Oh, and yes, I’ll grade those papers, too.

Why is this blog-worthy news? Because in my 20 years of teaching, I have NEVER gone away for a long weekend that was not a conference or a meeting.  I’m usually at work on a Sunday afternoon, catching up or prepping or grading.  So this feels so fabulously decadent.

Rejection, Failure, and Self Reflection

My first panic attack happened during the summer before my second year (not my first, interestingly) of graduate school and adjunct teaching.  I was walking along 5th Avenue in NY and suddenly stopped breathing: there’s no other way of explaining it.  I responded with the usual Prozac and Psychotherapy, stopping the latter soon after realizing that the Psych Ph.D. was no smarter than I was (intelligence being a key factor in how I chose men, no matter what their relationship, at the time), and stopping the drugs as soon as I discovered that alcohol was cheaper, and quicker.

That was many, oh so many, summers ago, but ever since then I’ve gone through the depths of despair, so to speak, every single summer. Sometimes it happens in August, as it did way back when, but more often it happens in July, and now, it seems, it’s front loading to late June.   

I know other academics go through this, too (see PhD Me, for example): we are so focused on others and ideas (our own and others) for 60+ hours a week, 7 days a week, 10 or so months, that it’s not until the academic year ends that we have the time to breathe.  And while we are breathing we see the now pages long, 10 point font, to-do list we’ve been saving for just this summer, (everything from finishing the painting of the damned hallway, finally, to reading the dozens of books and articles we’ve saved for course prepping for fall term, to the reviews we promised to write, to the dinner invitations we still need to return, to writing up our own half-baked ideas we’ve been jotting down or blogging about informally all year), and naturally panic occurs.

It’s not necessarily rational: I do have more time now that I’m not teaching 15 hours a week, holding office hours 5 hours a week, grading and prepping 20-30 hours a week, and doing committee work several hours a week.  I’m teaching online, which requires only 5-10 hours a week, depending on the week.  I know the problem:  all the free time,  too much time to think, to dwell, to obsess. I must spend so much time working or just DOING STUFF during those 10 months of the year that I am successfully postponing any self reflection, any time for just thinking.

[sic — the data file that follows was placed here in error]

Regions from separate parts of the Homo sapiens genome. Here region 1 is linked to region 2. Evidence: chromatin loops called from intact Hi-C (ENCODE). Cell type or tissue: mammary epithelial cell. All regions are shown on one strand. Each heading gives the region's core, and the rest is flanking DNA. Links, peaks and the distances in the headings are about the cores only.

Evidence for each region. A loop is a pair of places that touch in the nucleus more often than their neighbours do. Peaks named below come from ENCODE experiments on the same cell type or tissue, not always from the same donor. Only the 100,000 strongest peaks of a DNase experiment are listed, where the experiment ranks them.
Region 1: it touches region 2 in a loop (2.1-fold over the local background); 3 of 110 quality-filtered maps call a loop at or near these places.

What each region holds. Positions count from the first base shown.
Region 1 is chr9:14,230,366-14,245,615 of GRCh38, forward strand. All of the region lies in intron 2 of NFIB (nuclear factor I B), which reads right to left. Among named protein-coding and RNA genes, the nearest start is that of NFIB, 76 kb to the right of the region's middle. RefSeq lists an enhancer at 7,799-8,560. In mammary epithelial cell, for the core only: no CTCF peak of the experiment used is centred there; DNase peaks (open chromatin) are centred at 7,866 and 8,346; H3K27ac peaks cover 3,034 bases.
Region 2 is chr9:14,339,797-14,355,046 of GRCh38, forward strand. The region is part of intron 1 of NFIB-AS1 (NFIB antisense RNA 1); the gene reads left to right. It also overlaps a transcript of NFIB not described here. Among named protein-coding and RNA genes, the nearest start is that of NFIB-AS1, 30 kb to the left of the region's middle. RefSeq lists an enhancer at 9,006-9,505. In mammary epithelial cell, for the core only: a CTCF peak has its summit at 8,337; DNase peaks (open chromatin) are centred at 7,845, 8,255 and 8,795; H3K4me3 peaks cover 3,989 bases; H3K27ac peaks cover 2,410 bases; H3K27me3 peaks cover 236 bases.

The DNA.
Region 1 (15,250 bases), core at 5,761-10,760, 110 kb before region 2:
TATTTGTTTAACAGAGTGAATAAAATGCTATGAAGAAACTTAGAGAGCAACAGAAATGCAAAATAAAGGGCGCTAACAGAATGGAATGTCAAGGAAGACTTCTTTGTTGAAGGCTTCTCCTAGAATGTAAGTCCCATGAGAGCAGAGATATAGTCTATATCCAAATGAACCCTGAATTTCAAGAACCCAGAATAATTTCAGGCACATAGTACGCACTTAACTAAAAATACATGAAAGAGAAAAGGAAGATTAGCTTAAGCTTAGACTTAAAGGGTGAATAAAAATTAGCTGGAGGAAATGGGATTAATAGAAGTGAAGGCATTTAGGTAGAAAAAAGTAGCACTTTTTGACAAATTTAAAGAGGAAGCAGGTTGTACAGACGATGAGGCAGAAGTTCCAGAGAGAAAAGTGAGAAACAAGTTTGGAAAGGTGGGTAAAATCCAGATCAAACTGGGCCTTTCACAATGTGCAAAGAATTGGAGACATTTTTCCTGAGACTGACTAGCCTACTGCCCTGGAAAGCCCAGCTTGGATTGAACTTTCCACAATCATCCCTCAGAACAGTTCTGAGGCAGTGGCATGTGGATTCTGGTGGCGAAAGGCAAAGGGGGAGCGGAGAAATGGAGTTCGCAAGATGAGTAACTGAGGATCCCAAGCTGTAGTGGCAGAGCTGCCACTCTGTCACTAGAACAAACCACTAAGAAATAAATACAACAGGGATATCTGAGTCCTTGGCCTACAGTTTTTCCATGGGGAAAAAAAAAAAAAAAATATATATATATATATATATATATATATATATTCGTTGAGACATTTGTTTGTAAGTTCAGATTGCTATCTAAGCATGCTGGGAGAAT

Clearly, not a healthy way to live.

Thus the panic is happening earlier this summer than ever before, but at least this summer, I can attribute it to two specific events (or, more precisely, non-events).

The first: the rejection I received from NPR. Though they wrote to ME, asking ME to submit a revised “Three Books” essay. They have now rejected the revised essay with this pithy note:

“Thanks so much for your submission.  The essay isn’t really working for us, so we’re going to pass.”

To be honest, I really don’t love what I sent them: I struggled with turning something I originally threw together in 200 words into a 500 word essay. (Here I am writing a 1000+ word blog posting for god’s sake—I simply can’t write 500 words!) In the process, the heart and soul was whittled out of the piece.  But, despite actually agreeing with their pithy assessment, rejection is rejection, right?

And today, I’ve decided NOT to continue reading David Foster Wallace’s Infinite Jest even though I wasn’t so sure I’d go through with the whole Infinite Summer thing to begin with. I did read the first 63 pages (as per our assigned reading).  However, Dave Eggers’ 2006 foreword was perhaps not the best way to start the book: in it, he practically begs the reader to give the novel a chance. He starts well, noting that most readers of “literary fiction” like to read both easy to read fiction as well as challenging fiction, rather than either-or:

“These readers might actually read both kinds of fiction themselves, sometimes in the same week.”

Yes, that’s certainly true. I’ve just finished Kathryn Stockett’s The Help (definitely in the “easy to read” category—fast read, stock characters, happy ending) while also reading Infinite Jest and Jhumpa Lahiri’s Unaccustomed Earth (the latter two in different subcategories of “challenging fiction”).

But then Eggers compares Infinite Jest to a

 “spaceship with no recognizable components…very shiny, and it has no discernible flaws…It simply is. Page by page, line by line, it is probably the strangest, most distinctive, and most involved work of fiction by an American in the last twenty years. At no time while reading Infinite Jest are you unaware that this is a work of complete obsession, of a stretching of the mind of a young writer to the point of, we assume, near madness.”

At this point, I’m thinking: oh great, one of those cult-followed novels that only those who wear black, black framed glasses, and carry their smugness like Linus’ blanket everywhere they go will appreciate this novel.   Then Eggers says that the expected age of a new reader of this novel that captures “the consciousness of an age” is 25.  Oh, he concedes that some more ancient readers, 30 or even 50 year olds, might be condescendingly reading the book for the first time, but basically, he assumes that like he was the first time he read the book,  the reader is a 25 year old English major, and, I assume, male.

So I go into this book knowing that I am not at all the target audience. Not a good way to begin a novel when I have dozens of other novels,  novels that are practically begging a middle aged woman English professor to read them, waiting for me by my bed.